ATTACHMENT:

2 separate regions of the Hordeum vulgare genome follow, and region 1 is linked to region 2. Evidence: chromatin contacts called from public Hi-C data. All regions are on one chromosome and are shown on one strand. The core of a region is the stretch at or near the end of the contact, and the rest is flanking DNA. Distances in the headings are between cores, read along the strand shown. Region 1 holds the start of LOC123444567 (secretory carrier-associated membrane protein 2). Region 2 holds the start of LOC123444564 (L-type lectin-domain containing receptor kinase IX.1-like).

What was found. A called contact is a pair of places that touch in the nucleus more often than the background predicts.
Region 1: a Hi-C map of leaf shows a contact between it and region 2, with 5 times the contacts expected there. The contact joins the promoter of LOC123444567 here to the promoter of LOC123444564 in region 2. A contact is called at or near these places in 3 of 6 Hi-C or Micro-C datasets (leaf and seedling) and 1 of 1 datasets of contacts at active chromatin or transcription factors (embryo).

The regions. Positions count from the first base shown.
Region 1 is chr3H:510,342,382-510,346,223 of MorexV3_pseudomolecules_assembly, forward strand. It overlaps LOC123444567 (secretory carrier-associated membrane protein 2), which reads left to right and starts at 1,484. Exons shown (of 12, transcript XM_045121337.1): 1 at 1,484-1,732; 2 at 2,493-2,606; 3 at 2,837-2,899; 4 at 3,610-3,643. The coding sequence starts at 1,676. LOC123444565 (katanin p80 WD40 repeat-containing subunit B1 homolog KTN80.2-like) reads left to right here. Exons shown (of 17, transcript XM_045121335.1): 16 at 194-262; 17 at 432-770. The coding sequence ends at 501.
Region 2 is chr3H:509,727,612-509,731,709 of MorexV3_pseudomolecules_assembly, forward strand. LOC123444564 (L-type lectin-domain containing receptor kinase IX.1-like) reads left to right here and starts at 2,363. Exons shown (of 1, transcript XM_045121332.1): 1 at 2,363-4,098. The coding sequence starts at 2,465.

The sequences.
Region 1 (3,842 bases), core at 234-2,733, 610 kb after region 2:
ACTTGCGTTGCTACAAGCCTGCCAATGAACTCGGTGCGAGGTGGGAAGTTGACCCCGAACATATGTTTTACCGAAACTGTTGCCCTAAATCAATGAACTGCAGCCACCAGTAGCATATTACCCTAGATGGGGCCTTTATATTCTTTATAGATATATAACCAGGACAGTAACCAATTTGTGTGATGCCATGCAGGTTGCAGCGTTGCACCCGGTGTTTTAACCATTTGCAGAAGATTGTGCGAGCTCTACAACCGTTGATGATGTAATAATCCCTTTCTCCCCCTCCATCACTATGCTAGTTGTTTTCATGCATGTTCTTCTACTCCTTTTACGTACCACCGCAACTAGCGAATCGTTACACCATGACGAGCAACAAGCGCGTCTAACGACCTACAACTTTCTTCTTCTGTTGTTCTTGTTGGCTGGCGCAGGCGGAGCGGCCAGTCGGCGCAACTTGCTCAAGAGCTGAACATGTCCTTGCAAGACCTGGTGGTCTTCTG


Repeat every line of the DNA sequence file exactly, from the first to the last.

2 separate regions of the Hordeum vulgare genome follow, and region 1 is linked to region 2. Evidence: chromatin contacts called from public Hi-C data. All regions are on one chromosome and are shown on one strand. The core of a region is the stretch at or near the end of the contact, and the rest is flanking DNA. Distances in the headings are between cores, read along the strand shown. Region 1 holds the start of LOC123444567 (secretory carrier-associated membrane protein 2). Region 2 holds the start of LOC123444564 (L-type lectin-domain containing receptor kinase IX.1-like).

What was found. A called contact is a pair of places that touch in the nucleus more often than the background predicts.
Region 1: a Hi-C map of leaf shows a contact between it and region 2, with 5 times the contacts expected there. The contact joins the promoter of LOC123444567 here to the promoter of LOC123444564 in region 2. A contact is called at or near these places in 3 of 6 Hi-C or Micro-C datasets (leaf and seedling) and 1 of 1 datasets of contacts at active chromatin or transcription factors (embryo).

The regions. Positions count from the first base shown.
Region 1 is chr3H:510,342,382-510,346,223 of MorexV3_pseudomolecules_assembly, forward strand. It overlaps LOC123444567 (secretory carrier-associated membrane protein 2), which reads left to right and starts at 1,484. Exons shown (of 12, transcript XM_045121337.1): 1 at 1,484-1,732; 2 at 2,493-2,606; 3 at 2,837-2,899; 4 at 3,610-3,643. The coding sequence starts at 1,676. LOC123444565 (katanin p80 WD40 repeat-containing subunit B1 homolog KTN80.2-like) reads left to right here. Exons shown (of 17, transcript XM_045121335.1): 16 at 194-262; 17 at 432-770. The coding sequence ends at 501.
Region 2 is chr3H:509,727,612-509,731,709 of MorexV3_pseudomolecules_assembly, forward strand. LOC123444564 (L-type lectin-domain containing receptor kinase IX.1-like) reads left to right here and starts at 2,363. Exons shown (of 1, transcript XM_045121332.1): 1 at 2,363-4,098. The coding sequence starts at 2,465.

The sequences.
Region 1 (3,842 bases), core at 234-2,733, 610 kb after region 2:
ACTTGCGTTGCTACAAGCCTGCCAATGAACTCGGTGCGAGGTGGGAAGTTGACCCCGAACATATGTTTTACCGAAACTGTTGCCCTAAATCAATGAACTGCAGCCACCAGTAGCATATTACCCTAGATGGGGCCTTTATATTCTTTATAGATATATAACCAGGACAGTAACCAATTTGTGTGATGCCATGCAGGTTGCAGCGTTGCACCCGGTGTTTTAACCATTTGCAGAAGATTGTGCGAGCTCTACAACCGTTGATGATGTAATAATCCCTTTCTCCCCCTCCATCACTATGCTAGTTGTTTTCATGCATGTTCTTCTACTCCTTTTACGTACCACCGCAACTAGCGAATCGTTACACCATGACGAGCAACAAGCGCGTCTAACGACCTACAACTTTCTTCTTCTGTTGTTCTTGTTGGCTGGCGCAGGCGGAGCGGCCAGTCGGCGCAACTTGCTCAAGAGCTGAACATGTCCTTGCAAGACCTGGTGGTCTTCTG